Museum Features Katamari Damacy as “Modern Videogame Classic”


A PS2 cult classic from Namco Bandai is hailed as a prime example of progressive design for children.

The Metropolitan Museum of Modern Art has a new exhibition: a survey of 100 years of modern design for children, which will run from July 29th to November 5th 2012. It covers everything from clothing to architecture, but those who remember the PS2 fondly have something special to look forward to. Katamari Damacy, Namco Bandai’s sleeper hit from 2004, has been chosen by MoMA as a prime example of progressive design for children.

“Namco Bandai Games’ Katamari Damacy has touched countless people, from children to adults, and is truly a modern videogame classic,” said Namco Bandai spokesman Carlson Choi. He went on to say that the inclusion of Katamari Damacy was “a testament” to Namco Bandai games design principles and that it “shows the importance of video games in peoples’ lives in addition to being a validation of video games as a modern form of interactive art.”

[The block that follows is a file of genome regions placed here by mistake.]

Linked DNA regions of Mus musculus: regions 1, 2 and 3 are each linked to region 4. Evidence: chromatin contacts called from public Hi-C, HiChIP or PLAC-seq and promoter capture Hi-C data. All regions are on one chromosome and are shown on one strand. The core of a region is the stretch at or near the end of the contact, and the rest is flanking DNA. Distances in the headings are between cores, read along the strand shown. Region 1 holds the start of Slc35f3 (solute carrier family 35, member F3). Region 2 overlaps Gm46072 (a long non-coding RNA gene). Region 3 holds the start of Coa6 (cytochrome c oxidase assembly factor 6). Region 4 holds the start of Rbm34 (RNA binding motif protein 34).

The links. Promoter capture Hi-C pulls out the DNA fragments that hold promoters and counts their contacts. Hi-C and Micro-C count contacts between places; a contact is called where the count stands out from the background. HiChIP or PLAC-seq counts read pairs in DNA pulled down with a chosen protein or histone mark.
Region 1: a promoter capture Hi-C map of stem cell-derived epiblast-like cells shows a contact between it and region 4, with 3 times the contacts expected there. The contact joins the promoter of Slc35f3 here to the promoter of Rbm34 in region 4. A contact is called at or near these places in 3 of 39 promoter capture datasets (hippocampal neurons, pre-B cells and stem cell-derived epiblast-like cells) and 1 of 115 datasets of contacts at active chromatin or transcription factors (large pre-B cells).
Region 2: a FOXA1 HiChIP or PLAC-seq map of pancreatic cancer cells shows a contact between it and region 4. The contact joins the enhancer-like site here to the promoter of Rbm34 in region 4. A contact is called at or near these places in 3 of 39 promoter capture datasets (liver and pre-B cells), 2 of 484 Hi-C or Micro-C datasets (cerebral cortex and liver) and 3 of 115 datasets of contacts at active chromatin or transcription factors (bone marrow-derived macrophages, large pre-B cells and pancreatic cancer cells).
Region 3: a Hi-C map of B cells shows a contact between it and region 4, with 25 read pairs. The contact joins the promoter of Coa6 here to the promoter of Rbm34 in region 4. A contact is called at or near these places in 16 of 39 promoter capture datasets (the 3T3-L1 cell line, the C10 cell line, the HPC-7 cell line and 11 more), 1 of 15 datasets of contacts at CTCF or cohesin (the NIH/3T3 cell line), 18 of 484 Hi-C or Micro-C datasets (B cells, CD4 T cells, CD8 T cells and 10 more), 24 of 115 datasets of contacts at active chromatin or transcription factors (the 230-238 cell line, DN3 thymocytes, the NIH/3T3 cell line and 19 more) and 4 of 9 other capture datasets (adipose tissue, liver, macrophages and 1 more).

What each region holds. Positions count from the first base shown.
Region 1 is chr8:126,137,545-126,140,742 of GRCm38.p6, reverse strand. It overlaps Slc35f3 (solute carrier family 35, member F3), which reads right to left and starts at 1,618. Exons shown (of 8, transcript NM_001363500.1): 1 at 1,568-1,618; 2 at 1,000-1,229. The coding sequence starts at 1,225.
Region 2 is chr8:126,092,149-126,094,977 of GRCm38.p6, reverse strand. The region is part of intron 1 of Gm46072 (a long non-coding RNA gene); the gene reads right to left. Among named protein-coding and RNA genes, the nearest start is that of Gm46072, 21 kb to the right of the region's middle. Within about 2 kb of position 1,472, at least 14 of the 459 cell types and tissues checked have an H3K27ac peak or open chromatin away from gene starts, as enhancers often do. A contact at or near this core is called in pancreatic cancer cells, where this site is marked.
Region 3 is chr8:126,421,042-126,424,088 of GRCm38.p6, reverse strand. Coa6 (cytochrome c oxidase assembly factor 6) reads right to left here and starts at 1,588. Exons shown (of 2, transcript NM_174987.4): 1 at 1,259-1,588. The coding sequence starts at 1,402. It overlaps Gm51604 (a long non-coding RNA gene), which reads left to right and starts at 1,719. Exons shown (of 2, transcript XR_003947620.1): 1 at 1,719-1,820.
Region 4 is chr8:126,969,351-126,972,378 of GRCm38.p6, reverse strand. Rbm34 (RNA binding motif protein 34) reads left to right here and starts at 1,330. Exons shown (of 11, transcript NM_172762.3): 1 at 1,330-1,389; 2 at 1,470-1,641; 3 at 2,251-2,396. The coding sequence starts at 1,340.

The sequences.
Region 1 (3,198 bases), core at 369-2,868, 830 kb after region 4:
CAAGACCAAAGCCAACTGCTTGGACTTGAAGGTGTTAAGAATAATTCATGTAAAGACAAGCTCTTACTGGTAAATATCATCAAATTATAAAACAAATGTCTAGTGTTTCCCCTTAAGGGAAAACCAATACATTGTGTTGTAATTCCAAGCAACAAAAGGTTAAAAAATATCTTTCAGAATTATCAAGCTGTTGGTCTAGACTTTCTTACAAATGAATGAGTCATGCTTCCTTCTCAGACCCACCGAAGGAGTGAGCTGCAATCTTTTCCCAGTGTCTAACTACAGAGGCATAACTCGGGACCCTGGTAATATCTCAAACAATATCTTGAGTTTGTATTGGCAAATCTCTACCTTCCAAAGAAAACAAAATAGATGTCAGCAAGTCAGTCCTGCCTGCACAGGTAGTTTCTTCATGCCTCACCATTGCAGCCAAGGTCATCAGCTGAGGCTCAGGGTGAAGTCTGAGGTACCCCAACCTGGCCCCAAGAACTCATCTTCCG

Katamari Damacy, a game in which the player rolls everything in sight up in one big ball of stuff, was a surprise success when it was first released in 2004. It didn’t set the Japanese market on fire at its initial release but later in the year, when word of mouth had spread, it sold extremely well. It sold out in North America, which came as a shock to Namco Bandai executives as they’d thought it too quirky a game to do well in that market. It has since become a cult classic, and spawned several sequels.

MoMA’s Century of the Child is based on a 1900 book of the same name by social theorist Ellen Key. Key believed that the 20th Century would make childhood and children paramount, as society began paying more attention to the rights and well-being of the young. “Taking inspiration from Key,” the MoMA exhibition précis says, “this exhibition will examine individual and collective visions for the material world of children, from utopian dreams for the ‘citizens of the future’ to the dark realities of political conflict and exploitation.” The exhibit’s official website can be found here.

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